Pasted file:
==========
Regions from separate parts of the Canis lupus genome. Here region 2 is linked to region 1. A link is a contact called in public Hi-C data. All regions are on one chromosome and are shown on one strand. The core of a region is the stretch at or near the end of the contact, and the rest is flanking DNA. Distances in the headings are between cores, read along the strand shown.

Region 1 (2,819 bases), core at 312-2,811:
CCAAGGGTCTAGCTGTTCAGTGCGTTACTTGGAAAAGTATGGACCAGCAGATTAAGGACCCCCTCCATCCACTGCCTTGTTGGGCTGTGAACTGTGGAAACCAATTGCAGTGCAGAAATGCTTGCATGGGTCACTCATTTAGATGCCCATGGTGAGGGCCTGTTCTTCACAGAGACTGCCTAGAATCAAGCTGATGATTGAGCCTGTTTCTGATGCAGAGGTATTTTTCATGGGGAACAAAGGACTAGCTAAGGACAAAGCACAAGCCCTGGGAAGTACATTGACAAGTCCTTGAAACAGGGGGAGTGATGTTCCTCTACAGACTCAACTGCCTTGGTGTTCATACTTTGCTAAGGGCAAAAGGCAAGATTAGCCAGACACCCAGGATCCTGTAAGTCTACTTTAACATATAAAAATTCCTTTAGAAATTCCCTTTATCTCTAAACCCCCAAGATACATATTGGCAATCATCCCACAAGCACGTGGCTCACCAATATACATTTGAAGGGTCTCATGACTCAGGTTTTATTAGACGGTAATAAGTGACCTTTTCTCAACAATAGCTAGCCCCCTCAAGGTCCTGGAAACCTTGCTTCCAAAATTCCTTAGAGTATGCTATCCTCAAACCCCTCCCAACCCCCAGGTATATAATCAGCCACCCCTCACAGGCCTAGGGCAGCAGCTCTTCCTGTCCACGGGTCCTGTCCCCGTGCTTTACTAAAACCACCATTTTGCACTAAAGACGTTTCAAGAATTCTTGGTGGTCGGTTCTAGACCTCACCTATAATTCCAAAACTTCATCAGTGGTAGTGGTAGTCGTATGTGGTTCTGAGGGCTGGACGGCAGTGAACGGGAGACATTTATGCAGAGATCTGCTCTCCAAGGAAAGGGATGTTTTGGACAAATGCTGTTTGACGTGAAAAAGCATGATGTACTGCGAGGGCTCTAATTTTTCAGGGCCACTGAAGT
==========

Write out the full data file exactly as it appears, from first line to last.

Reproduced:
Regions from separate parts of the Canis lupus genome. Here region 2 is linked to region 1. A link is a contact called in public Hi-C data. All regions are on one chromosome and are shown on one strand. The core of a region is the stretch at or near the end of the contact, and the rest is flanking DNA. Distances in the headings are between cores, read along the strand shown.

Region 1 (2,819 bases), core at 312-2,811:
CCAAGGGTCTAGCTGTTCAGTGCGTTACTTGGAAAAGTATGGACCAGCAGATTAAGGACCCCCTCCATCCACTGCCTTGTTGGGCTGTGAACTGTGGAAACCAATTGCAGTGCAGAAATGCTTGCATGGGTCACTCATTTAGATGCCCATGGTGAGGGCCTGTTCTTCACAGAGACTGCCTAGAATCAAGCTGATGATTGAGCCTGTTTCTGATGCAGAGGTATTTTTCATGGGGAACAAAGGACTAGCTAAGGACAAAGCACAAGCCCTGGGAAGTACATTGACAAGTCCTTGAAACAGGGGGAGTGATGTTCCTCTACAGACTCAACTGCCTTGGTGTTCATACTTTGCTAAGGGCAAAAGGCAAGATTAGCCAGACACCCAGGATCCTGTAAGTCTACTTTAACATATAAAAATTCCTTTAGAAATTCCCTTTATCTCTAAACCCCCAAGATACATATTGGCAATCATCCCACAAGCACGTGGCTCACCAATATACATTTGAAGGGTCTCATGACTCAGGTTTTATTAGACGGTAATAAGTGACCTTTTCTCAACAATAGCTAGCCCCCTCAAGGTCCTGGAAACCTTGCTTCCAAAATTCCTTAGAGTATGCTATCCTCAAACCCCTCCCAACCCCCAGGTATATAATCAGCCACCCCTCACAGGCCTAGGGCAGCAGCTCTTCCTGTCCACGGGTCCTGTCCCCGTGCTTTACTAAAACCACCATTTTGCACTAAAGACGTTTCAAGAATTCTTGGTGGTCGGTTCTAGACCTCACCTATAATTCCAAAACTTCATCAGTGGTAGTGGTAGTCGTATGTGGTTCTGAGGGCTGGACGGCAGTGAACGGGAGACATTTATGCAGAGATCTGCTCTCCAAGGAAAGGGATGTTTTGGACAAATGCTGTTTGACGTGAAAAAGCATGATGTACTGCGAGGGCTCTAATTTTTCAGGGCCACTGAAGT